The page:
American evangelist Rev. Billy Graham became a member of the First Baptist Church of Dallas in 1953 while visiting Dallas during his crusade to the area and remained a church member for over fifty years, despite not residing within the Dallas area and only very infrequently visiting the Dallas church. During 2008, the 90 year old Graham switched his church membership to First Baptist Church of Spartanburg, South Carolina that was nearer his residence in North Carolina.[3]

Currently the church has about 11,000 members.

Recent Controversies[edit]

In 2008, Pastor Robert Jeffress, in his sermon "Gay Is Not OK“,[4] stated that “What they [homosexuals] do is filthy. It is so degrading that it is beyond description. And it is their filthy behavior that explains why they are so much more prone to disease.”[5]

In September 2010, Pastor Jeffress branded Islam as an "evil, evil religion."[6] and in December 2010, Jeffress established a "Naughty and Nice List" where businesses are identified based on whether or not they openly celebrated Christmas, saying "I wanted to do something positive to encourage businesses to acknowledge Christmas and not bow to the strident voices of a minority who object to the holiday."[7][8]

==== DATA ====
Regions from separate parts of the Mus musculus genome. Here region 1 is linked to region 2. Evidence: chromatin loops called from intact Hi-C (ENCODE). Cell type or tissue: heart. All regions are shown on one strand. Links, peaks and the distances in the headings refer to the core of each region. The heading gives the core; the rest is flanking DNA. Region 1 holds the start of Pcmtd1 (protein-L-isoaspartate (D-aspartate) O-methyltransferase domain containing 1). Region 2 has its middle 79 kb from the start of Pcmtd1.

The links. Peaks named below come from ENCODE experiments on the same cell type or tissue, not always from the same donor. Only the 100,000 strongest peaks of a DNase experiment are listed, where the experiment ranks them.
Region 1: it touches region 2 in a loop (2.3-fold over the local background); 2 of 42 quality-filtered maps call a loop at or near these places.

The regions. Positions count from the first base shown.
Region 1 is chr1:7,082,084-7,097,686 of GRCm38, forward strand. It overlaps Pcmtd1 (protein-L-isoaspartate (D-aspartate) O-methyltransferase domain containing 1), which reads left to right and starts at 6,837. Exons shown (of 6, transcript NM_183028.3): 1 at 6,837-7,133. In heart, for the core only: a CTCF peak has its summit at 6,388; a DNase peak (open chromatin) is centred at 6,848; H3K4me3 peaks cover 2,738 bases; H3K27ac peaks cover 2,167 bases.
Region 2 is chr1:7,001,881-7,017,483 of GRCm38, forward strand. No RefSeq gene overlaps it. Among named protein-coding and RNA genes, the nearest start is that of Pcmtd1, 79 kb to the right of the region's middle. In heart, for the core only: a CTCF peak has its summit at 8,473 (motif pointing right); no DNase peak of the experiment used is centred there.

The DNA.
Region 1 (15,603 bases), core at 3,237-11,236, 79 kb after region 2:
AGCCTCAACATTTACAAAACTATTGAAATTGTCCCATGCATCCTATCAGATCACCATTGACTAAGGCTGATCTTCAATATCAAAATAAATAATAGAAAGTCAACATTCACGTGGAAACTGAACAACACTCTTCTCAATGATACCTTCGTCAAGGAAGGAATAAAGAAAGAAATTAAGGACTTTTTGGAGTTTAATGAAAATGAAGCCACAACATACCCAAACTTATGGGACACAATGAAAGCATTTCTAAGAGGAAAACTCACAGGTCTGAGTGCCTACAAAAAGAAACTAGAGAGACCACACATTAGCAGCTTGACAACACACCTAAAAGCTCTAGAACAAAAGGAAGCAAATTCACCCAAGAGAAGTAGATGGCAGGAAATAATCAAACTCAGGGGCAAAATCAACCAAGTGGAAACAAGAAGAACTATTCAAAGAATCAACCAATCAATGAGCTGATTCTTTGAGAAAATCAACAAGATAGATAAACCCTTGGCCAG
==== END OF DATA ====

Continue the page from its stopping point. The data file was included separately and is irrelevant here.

Also in 2010, Jeffress referred to Roman Catholicism as a "Satanic" result of "Babylonian mystery religion."[9]

In October 2011 at the Values Voter Summit, Pastor Robert Jeffress branded The Church of Jesus Christ of Latter-day Saints (LDS Church) as "a cult." He received widespread criticism for his statement, but has not retracted it despite U.S. presidential candidate and church member Mitt Romney's request for him to do so.[10]

References[edit]

  1. ^ a b "Conservative pastor on Romney: Don't vote for a Mormon". Political Ticker (blog). CNN. October 7, 2011. Retrieved 2011-10-08. 
  2. ^ http://www.talk2action.org/story/2013/10/29/115827/56 'Criswell's Legacy'. Talk to Action. October 29, 2013.
  3. ^ http://religionblog.dallasnews.com/2008/12/billy-graham-moves-membership.html 'Billy Graham moves membership from First Baptist Dallas'. Dallas News. December 29, 2008.
  4. ^ The_Savior_Robert_Jeffress_of_First_Baptist_Dallas
  5. ^ How First Baptist's Robert Jeffress Ordained Himself to Lead America”, Michael J. Mooney, “D Magazine”, Jan 2012
  6. ^ Jillian Rayfield (September 7, 2010). "Dallas Pastor Defends Claim That Islam 'Promotes Pedophilia'". Talking Points Memo. Retrieved 2011-10-08. 
  7. ^ "December 7, 2010 Podcaset". Christian News Weekly. 
  8. ^ "First Baptist's Robert Jeffress to Publicly Shame Stores That Don't Celebrate Christmas". Dallas Morning News. December 7, 2010. 
  9. ^ "Jeffress Says Satan Is Behind Roman Catholicism". Right Wing Watch. October 8, 2011. 
  10. ^ Karen Brooks and Peter Bohan (October 9, 2011). "Texas pastor stands ground on "cult" comment about Mormons". Reuters. Retrieved 2011-10-09. 

George Jackson, Sixty Years in Texas, 1908, pp. 247-248 H. Leon McBeth, The First Baptist Church of Dallas: Centennial History (Grand Rapids, Michigan: Zondervan, 1968)

External links[edit]